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Management of chalk grassland and heathlands - BD0303

Description
Grasslands and heathlands within ESAs and elsewhere require some form of management if their particular structure and floristic composition is to be maintained. Sheep, cattle and rabbits have largely been responsible for creating the biological richness of chalk grasslands and are likely to remain the principal means of managing calcareous grasslands in the future, although there is some evidence that mowing may be a reasonable substitute for grazing on some grassland types. On heathlands, burning and turf-cutting, accompanied by various grazing regimes, have been used as management tools, the balance between grass dominated heath and ericaceous heath being determined by the frequency and intensity of grazing or burning.

Experiments to investigate the effects of different grazing regimes, cutting treatments or burning are expensive to set-up and maintain and it may be several years before meaningful results can be obtained. An alternative, and less costly approach, is to investigate the historical management of sites which today have a vegetation structure and composition which we perceive as desirable and one which we would like to maintain or create on existing grasslands and heathlands within ESAs. This proposal outlines a programme of work which will bring together existing information on calcareous grassland and heathland management using detailed records available of the management carried out on sites over the previous decade or more. The present day vegetation will be recorded and analyzed and an attempt made to reconstruct the vegetation of the past from photographs and documentary sources, with the aim of relating vegetation change(if any) to management regimes.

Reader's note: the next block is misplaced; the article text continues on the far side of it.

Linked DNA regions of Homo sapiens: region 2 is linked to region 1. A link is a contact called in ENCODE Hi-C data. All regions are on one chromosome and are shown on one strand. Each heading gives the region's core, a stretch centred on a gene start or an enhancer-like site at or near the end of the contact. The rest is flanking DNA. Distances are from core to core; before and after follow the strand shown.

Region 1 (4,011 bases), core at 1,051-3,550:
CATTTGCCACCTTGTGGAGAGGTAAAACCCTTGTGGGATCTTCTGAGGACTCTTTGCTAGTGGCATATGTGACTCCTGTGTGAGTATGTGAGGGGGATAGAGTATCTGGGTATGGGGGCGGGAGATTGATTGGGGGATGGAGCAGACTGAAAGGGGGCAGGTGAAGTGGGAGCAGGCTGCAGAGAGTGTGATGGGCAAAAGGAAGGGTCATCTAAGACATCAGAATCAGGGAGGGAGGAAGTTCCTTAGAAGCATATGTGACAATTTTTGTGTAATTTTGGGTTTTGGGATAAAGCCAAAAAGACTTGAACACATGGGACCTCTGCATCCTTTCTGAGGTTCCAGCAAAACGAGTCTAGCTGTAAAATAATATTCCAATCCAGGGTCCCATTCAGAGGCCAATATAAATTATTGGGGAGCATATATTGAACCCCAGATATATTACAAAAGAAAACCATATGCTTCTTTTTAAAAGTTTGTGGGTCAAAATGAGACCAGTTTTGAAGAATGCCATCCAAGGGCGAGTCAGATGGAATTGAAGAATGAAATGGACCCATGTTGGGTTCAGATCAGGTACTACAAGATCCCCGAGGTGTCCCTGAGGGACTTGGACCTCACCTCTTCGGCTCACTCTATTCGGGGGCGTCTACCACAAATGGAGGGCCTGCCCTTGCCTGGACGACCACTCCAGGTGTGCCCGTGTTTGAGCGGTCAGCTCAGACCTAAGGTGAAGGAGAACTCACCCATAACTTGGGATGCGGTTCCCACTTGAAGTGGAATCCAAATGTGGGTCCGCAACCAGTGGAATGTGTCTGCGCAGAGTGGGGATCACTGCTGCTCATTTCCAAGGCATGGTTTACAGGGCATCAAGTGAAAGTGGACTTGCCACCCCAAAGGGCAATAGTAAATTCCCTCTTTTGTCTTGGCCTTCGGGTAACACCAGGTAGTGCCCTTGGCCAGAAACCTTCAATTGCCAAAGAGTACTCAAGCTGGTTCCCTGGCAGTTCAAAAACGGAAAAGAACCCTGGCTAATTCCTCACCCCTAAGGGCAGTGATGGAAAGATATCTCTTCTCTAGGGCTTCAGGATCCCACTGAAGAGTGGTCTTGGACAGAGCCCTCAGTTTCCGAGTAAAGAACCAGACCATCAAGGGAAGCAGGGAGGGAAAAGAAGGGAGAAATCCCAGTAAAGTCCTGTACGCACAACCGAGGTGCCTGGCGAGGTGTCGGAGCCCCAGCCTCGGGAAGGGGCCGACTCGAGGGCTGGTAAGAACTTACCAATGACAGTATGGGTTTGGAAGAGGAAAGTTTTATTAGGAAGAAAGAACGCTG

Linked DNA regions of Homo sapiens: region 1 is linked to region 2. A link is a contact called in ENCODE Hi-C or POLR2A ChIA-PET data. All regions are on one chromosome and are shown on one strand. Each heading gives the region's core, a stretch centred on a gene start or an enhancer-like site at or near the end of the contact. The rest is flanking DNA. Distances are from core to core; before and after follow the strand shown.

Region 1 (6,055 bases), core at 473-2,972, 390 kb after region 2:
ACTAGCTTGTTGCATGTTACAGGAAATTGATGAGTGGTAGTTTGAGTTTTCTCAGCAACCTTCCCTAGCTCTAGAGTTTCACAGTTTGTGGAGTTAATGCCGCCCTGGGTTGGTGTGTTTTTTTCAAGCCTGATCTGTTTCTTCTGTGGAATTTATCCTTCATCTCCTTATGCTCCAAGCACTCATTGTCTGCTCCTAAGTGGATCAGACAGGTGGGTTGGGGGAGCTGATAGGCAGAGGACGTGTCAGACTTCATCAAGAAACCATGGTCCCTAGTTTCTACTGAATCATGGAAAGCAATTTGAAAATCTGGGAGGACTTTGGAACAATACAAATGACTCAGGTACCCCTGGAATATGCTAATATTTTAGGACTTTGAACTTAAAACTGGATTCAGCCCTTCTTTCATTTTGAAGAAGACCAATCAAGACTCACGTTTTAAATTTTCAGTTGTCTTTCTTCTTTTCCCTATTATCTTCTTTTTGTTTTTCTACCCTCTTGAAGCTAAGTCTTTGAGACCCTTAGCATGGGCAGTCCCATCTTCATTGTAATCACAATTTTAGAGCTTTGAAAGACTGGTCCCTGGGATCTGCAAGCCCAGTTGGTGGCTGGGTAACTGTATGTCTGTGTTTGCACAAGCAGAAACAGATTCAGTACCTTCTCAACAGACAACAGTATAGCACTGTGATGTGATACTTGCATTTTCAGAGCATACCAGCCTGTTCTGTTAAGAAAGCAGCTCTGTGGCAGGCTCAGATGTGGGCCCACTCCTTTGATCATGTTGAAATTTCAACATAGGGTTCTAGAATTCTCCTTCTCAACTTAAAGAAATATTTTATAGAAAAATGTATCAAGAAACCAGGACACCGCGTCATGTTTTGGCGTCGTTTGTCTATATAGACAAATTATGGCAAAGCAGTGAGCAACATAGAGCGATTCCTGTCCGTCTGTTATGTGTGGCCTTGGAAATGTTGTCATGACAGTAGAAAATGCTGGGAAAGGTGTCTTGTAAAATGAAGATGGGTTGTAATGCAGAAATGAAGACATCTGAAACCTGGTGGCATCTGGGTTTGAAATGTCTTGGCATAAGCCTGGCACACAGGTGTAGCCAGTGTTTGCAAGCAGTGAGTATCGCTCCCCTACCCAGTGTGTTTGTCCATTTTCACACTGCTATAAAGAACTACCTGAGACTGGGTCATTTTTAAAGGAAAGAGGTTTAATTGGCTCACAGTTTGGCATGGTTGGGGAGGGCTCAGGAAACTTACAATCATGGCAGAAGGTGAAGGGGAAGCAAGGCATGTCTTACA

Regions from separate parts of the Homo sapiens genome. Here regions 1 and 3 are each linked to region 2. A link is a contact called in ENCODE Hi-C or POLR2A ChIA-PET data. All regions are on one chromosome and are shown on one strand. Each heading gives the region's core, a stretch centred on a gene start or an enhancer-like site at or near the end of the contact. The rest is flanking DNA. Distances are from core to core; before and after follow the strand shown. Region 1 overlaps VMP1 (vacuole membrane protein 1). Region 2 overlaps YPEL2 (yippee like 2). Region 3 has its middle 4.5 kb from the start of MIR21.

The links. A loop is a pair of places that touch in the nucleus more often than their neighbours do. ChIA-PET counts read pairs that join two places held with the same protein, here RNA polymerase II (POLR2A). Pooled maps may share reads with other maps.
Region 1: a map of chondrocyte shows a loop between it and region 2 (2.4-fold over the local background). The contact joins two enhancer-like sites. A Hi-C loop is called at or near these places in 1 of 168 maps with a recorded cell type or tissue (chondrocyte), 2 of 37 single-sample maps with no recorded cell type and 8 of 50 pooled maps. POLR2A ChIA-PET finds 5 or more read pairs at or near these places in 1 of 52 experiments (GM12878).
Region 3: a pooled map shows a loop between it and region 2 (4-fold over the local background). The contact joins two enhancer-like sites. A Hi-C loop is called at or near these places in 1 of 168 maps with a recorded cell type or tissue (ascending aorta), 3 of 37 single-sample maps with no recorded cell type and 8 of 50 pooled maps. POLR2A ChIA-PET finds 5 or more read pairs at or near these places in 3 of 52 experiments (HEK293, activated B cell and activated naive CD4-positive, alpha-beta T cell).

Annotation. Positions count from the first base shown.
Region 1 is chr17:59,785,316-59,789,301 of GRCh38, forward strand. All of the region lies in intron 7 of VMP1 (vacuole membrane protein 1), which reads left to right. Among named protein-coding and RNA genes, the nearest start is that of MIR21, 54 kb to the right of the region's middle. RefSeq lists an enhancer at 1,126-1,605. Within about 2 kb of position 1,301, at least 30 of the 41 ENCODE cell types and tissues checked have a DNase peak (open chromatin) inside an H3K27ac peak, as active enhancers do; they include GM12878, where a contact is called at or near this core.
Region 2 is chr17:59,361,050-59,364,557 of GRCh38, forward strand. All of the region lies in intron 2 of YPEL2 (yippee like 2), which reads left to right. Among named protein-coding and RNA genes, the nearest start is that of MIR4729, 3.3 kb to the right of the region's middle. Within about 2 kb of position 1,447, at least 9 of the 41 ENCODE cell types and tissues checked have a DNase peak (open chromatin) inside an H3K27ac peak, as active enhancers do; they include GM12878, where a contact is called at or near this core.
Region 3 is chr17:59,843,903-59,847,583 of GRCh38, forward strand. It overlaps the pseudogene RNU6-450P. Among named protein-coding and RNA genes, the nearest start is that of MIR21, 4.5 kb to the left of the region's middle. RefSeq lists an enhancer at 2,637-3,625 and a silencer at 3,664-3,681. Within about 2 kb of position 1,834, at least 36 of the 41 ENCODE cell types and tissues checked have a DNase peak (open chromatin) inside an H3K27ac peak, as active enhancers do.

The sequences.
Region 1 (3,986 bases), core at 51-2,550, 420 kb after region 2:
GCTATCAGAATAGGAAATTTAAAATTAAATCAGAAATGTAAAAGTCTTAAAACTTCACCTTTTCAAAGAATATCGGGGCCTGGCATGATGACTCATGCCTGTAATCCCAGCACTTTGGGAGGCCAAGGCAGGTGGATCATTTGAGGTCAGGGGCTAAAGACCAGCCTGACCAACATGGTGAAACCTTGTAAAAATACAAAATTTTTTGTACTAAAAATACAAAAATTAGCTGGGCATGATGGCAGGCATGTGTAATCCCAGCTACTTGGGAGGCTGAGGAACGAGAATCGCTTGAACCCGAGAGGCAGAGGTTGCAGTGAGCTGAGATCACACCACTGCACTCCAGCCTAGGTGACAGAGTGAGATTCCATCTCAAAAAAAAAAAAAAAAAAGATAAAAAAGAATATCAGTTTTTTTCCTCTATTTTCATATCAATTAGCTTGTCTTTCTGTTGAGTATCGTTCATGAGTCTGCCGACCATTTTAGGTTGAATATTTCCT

Objective
To locate a series of lowland chalk grassland and heathland sites with a documented history of management. To record and analyze the present day vegetation and floristic composition of such sites. To investigate the effects of different grazing regimes (including types of livestock),cutting treatments and burning on chalk grassland and heathlands. To provide guidelines on the possible outcome of different management practices on the range of grassland and heathland vegetation found within ESAs.
Time-Scale and Cost
From: 1993

To: 1995

Cost: £61,000
Contractor / Funded Organisations
Natural Environment Research Council
Keywords
              
Fields of Study
Environmental Stewardship